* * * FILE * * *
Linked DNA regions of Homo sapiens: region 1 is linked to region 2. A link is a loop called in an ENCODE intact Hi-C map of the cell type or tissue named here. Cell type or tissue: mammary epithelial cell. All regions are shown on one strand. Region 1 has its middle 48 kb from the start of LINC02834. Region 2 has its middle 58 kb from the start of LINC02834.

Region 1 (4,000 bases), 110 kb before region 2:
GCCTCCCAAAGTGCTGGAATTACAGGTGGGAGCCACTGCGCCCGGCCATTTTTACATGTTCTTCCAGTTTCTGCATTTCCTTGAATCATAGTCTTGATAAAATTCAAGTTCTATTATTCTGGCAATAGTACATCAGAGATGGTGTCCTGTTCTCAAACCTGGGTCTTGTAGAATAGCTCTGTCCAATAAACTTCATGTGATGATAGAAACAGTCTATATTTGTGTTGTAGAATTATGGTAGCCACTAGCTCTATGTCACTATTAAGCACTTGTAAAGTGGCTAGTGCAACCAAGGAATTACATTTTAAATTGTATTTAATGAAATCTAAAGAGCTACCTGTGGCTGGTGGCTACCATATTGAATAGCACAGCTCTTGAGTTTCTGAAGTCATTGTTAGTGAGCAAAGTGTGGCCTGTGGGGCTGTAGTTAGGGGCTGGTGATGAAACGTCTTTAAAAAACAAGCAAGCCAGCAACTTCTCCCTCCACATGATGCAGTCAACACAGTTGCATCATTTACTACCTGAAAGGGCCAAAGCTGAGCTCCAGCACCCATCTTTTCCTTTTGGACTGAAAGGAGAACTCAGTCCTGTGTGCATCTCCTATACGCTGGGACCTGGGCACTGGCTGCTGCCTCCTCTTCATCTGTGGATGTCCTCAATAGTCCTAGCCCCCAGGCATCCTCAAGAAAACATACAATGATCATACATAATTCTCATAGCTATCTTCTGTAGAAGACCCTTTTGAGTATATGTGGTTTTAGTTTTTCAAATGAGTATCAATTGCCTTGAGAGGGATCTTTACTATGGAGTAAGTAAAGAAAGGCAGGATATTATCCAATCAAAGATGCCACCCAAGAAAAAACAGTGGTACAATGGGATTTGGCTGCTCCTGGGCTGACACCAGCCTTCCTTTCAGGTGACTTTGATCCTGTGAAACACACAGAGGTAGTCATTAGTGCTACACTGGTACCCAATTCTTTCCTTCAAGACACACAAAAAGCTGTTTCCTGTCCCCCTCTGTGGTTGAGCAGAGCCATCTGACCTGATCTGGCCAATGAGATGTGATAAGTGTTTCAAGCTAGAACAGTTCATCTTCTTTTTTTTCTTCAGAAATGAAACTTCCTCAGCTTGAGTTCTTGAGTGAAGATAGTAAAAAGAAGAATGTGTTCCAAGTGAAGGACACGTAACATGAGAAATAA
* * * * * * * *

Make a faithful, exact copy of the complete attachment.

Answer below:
Linked DNA regions of Homo sapiens: region 1 is linked to region 2. A link is a loop called in an ENCODE intact Hi-C map of the cell type or tissue named here. Cell type or tissue: mammary epithelial cell. All regions are shown on one strand. Region 1 has its middle 48 kb from the start of LINC02834. Region 2 has its middle 58 kb from the start of LINC02834.

Region 1 (4,000 bases), 110 kb before region 2:
GCCTCCCAAAGTGCTGGAATTACAGGTGGGAGCCACTGCGCCCGGCCATTTTTACATGTTCTTCCAGTTTCTGCATTTCCTTGAATCATAGTCTTGATAAAATTCAAGTTCTATTATTCTGGCAATAGTACATCAGAGATGGTGTCCTGTTCTCAAACCTGGGTCTTGTAGAATAGCTCTGTCCAATAAACTTCATGTGATGATAGAAACAGTCTATATTTGTGTTGTAGAATTATGGTAGCCACTAGCTCTATGTCACTATTAAGCACTTGTAAAGTGGCTAGTGCAACCAAGGAATTACATTTTAAATTGTATTTAATGAAATCTAAAGAGCTACCTGTGGCTGGTGGCTACCATATTGAATAGCACAGCTCTTGAGTTTCTGAAGTCATTGTTAGTGAGCAAAGTGTGGCCTGTGGGGCTGTAGTTAGGGGCTGGTGATGAAACGTCTTTAAAAAACAAGCAAGCCAGCAACTTCTCCCTCCACATGATGCAGTCAACACAGTTGCATCATTTACTACCTGAAAGGGCCAAAGCTGAGCTCCAGCACCCATCTTTTCCTTTTGGACTGAAAGGAGAACTCAGTCCTGTGTGCATCTCCTATACGCTGGGACCTGGGCACTGGCTGCTGCCTCCTCTTCATCTGTGGATGTCCTCAATAGTCCTAGCCCCCAGGCATCCTCAAGAAAACATACAATGATCATACATAATTCTCATAGCTATCTTCTGTAGAAGACCCTTTTGAGTATATGTGGTTTTAGTTTTTCAAATGAGTATCAATTGCCTTGAGAGGGATCTTTACTATGGAGTAAGTAAAGAAAGGCAGGATATTATCCAATCAAAGATGCCACCCAAGAAAAAACAGTGGTACAATGGGATTTGGCTGCTCCTGGGCTGACACCAGCCTTCCTTTCAGGTGACTTTGATCCTGTGAAACACACAGAGGTAGTCATTAGTGCTACACTGGTACCCAATTCTTTCCTTCAAGACACACAAAAAGCTGTTTCCTGTCCCCCTCTGTGGTTGAGCAGAGCCATCTGACCTGATCTGGCCAATGAGATGTGATAAGTGTTTCAAGCTAGAACAGTTCATCTTCTTTTTTTTCTTCAGAAATGAAACTTCCTCAGCTTGAGTTCTTGAGTGAAGATAGTAAAAAGAAGAATGTGTTCCAAGTGAAGGACACGTAACATGAGAAATAA